“Activity grounded in truth brings progress and good fortune.”
I-Ching, Brian Brown Walker translation
Recently, I was selected to be a fellow in the New Leaders Council’s 2010 Leadership Institute in Los Angeles. At thirty-eight, I felt kind of funny applying for a fellowship geared toward ‘young professionals’ but one of their Advisory Board members encouraged me to give it a shot. The Institute is designed to develop leadership and social entrepreneurship skills and, though I have heaps of experience and feel pretty confident as a manager, the whole process of starting and setting up Survivors’ Truths has helped me find the limits of my comfort zone in the role of leader.
Well, as you already know, I was accepted. This was the first weekend. It was interesting because there was some theoretical background. A speaker came and discussed the history of the progressive movement and explained how he sees the distinction between ‘liberal’ and ‘progressive.’ We also had a speaker who shared about the development and implementation of an innovative program he spearheaded in a very bureaucratic institution. But most of this weekend was more introspective. We had to write and talk about ourselves, our hopes and dreams, our values and aspirations. With a group of total strangers. Well, by the end of the weekend we were no longer total strangers (and I found that I am in the company of some amazing and inspiring individuals) and we had plenty to reflect on before the next meeting. We were each given a small spiral-bound notebook for journaling and a topic for reflection.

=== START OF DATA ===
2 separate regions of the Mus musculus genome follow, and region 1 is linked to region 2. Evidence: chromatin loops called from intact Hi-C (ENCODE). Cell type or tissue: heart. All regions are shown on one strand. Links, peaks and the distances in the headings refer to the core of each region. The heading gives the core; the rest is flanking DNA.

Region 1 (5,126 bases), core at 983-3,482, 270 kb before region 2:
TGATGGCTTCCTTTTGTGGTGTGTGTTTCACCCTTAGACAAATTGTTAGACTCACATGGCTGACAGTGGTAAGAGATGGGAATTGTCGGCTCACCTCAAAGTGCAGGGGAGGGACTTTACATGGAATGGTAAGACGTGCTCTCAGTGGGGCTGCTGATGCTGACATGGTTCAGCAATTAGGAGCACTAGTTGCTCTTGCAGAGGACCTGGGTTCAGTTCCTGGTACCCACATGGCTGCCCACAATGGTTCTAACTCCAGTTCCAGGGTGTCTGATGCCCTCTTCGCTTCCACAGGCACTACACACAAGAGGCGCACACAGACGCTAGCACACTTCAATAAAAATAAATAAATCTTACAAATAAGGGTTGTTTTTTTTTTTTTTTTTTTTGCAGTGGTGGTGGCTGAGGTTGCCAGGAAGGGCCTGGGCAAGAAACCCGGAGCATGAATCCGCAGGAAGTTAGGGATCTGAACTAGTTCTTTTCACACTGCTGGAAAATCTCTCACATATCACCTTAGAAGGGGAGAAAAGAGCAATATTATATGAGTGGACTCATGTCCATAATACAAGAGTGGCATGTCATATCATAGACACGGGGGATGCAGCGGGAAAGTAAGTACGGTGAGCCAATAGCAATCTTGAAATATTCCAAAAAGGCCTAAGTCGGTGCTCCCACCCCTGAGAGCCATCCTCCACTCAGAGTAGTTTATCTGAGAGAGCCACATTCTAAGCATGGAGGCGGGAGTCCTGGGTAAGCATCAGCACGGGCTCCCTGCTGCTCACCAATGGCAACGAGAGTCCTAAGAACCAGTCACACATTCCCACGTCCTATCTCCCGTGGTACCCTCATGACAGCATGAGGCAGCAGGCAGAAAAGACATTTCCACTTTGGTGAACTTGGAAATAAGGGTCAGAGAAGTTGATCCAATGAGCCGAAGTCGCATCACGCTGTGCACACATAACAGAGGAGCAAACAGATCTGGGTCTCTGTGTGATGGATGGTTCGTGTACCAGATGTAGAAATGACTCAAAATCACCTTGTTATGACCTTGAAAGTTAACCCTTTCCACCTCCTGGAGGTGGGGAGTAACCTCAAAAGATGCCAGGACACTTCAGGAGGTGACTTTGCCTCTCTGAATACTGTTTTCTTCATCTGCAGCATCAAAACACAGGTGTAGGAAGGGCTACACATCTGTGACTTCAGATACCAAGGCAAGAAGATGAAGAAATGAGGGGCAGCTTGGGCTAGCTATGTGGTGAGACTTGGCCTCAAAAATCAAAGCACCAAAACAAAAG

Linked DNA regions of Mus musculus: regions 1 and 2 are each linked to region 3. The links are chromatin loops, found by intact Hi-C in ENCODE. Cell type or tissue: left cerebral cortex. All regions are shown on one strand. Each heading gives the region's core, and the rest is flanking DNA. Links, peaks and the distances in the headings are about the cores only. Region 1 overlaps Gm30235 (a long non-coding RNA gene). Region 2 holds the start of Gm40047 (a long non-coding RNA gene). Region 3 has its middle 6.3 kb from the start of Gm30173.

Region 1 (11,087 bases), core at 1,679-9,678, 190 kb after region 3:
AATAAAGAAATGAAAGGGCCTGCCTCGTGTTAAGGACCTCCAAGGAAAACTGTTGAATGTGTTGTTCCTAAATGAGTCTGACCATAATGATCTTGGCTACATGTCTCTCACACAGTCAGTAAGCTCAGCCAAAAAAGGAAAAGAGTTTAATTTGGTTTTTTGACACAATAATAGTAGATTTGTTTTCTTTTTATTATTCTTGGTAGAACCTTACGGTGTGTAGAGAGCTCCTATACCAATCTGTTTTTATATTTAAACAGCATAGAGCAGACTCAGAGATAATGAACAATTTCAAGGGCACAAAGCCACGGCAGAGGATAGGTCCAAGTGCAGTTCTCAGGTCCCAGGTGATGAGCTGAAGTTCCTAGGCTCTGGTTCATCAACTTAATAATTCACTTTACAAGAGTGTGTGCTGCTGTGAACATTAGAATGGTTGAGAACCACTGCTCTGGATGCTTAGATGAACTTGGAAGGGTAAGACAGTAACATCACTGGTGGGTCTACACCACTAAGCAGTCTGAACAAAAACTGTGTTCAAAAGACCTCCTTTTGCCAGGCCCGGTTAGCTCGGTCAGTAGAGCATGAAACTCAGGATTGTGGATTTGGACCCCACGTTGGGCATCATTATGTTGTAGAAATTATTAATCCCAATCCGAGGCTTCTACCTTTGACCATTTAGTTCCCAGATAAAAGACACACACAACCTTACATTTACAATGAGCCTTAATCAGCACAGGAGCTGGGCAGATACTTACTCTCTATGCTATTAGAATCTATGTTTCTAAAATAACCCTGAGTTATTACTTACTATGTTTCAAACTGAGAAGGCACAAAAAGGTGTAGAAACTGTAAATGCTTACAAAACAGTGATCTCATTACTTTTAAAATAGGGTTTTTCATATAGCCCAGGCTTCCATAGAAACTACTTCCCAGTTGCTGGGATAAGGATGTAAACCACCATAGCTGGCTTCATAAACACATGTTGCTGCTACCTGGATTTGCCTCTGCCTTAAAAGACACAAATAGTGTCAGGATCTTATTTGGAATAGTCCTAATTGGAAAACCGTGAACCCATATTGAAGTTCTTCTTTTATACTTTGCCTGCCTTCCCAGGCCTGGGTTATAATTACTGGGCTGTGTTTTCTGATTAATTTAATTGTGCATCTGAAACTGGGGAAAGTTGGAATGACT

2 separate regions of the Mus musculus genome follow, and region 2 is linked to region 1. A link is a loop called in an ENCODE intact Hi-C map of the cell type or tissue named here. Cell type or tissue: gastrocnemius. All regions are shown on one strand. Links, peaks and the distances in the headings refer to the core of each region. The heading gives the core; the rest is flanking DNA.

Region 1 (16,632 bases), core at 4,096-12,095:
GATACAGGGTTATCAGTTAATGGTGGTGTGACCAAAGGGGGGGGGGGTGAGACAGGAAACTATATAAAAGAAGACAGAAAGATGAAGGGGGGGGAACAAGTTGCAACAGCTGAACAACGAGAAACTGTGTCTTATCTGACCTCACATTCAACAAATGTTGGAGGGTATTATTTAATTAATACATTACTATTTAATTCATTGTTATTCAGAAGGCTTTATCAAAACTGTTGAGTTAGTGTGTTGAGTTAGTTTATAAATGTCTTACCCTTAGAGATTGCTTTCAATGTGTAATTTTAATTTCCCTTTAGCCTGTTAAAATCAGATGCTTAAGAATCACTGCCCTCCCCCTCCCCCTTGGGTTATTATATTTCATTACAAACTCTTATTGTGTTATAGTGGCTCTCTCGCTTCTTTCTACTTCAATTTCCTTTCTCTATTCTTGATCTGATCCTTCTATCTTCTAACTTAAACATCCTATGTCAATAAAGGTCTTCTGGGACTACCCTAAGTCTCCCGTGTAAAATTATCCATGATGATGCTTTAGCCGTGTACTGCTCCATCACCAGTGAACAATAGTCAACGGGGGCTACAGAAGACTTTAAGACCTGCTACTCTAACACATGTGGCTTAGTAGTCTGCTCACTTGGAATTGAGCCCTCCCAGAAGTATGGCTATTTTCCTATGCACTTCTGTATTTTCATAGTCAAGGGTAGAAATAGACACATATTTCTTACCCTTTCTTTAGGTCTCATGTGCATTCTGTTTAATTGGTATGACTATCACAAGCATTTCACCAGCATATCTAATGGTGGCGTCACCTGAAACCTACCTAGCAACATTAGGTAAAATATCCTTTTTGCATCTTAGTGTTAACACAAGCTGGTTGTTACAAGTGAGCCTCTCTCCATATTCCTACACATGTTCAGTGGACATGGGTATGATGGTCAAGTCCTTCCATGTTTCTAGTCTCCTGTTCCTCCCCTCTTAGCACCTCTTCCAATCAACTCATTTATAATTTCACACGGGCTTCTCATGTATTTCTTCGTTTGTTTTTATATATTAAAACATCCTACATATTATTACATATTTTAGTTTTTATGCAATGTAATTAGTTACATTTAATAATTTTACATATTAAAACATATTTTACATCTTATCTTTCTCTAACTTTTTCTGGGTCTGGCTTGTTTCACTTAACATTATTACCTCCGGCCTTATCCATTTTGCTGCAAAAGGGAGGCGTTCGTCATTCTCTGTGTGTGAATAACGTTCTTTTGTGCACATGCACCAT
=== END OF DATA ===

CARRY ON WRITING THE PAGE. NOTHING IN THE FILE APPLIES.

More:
What does it mean to be a
- in your field?
Tonight, before sitting to reflect a bit, I did an I-Ching reading. Over the past three or four years, I have made this a regular practice for meditation. What came up was the quote that started this entry. I began thinking about the discussion of what a ‘progressive is. So many people describe their progressive ideals and action as thinking ‘beyond’ themselves and helping ‘others.’ This is nice and all but even non-progressives (people who are quite happy with ‘the way things are,’ thank you very much) help others. For me, being progressive is about experiencing myself in deep connection with others, as a part of an interconnected web of problems and possibilities, and of seeking ways to make more space for those possibilities.
I think that is enough for now. To be continued…